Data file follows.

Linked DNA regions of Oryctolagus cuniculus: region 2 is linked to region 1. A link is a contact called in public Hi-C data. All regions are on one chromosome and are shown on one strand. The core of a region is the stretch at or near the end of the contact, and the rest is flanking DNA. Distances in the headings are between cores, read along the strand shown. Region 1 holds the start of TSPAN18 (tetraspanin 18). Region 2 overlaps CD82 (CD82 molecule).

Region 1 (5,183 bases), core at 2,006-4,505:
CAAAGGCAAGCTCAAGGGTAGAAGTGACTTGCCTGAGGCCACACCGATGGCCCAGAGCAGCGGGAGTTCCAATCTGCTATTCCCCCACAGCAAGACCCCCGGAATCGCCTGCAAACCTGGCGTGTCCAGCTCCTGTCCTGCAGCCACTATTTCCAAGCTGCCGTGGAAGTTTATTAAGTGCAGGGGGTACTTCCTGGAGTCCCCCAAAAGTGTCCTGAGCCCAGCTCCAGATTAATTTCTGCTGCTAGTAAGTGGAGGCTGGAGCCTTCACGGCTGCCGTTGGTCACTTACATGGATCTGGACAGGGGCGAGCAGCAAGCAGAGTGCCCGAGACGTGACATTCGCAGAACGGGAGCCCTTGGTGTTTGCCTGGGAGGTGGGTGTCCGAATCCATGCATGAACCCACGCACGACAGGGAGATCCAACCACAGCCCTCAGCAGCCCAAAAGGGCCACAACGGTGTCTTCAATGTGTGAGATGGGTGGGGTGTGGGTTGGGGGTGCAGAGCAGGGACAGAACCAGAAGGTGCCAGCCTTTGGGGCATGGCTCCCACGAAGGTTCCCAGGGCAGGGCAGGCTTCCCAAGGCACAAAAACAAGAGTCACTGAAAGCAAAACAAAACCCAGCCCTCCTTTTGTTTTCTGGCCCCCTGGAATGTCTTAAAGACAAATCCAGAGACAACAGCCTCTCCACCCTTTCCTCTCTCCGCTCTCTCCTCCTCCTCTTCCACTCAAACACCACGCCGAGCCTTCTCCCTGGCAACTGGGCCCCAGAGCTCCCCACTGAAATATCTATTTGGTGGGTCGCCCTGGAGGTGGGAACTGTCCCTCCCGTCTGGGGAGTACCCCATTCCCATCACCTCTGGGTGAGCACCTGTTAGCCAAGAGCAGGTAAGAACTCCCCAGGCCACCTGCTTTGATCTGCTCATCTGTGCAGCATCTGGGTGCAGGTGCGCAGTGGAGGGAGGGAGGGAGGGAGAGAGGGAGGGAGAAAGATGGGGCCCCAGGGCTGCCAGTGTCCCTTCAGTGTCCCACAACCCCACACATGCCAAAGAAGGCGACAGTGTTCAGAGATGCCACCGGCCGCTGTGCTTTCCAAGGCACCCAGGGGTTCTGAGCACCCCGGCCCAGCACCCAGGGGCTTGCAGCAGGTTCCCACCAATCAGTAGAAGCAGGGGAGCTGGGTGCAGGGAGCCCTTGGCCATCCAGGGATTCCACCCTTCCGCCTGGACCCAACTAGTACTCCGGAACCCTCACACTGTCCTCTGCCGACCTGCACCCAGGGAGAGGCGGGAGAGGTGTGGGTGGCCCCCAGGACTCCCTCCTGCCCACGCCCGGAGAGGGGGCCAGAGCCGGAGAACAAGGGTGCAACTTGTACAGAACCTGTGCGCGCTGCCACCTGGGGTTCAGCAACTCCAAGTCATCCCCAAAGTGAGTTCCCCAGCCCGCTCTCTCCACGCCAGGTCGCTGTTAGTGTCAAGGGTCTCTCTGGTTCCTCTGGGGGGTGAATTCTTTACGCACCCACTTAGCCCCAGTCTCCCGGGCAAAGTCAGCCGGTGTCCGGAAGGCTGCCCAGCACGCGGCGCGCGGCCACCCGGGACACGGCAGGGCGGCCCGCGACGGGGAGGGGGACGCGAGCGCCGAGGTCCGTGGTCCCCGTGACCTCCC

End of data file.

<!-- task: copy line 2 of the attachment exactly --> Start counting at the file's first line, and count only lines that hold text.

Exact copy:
Region 1 (5,183 bases), core at 2,006-4,505: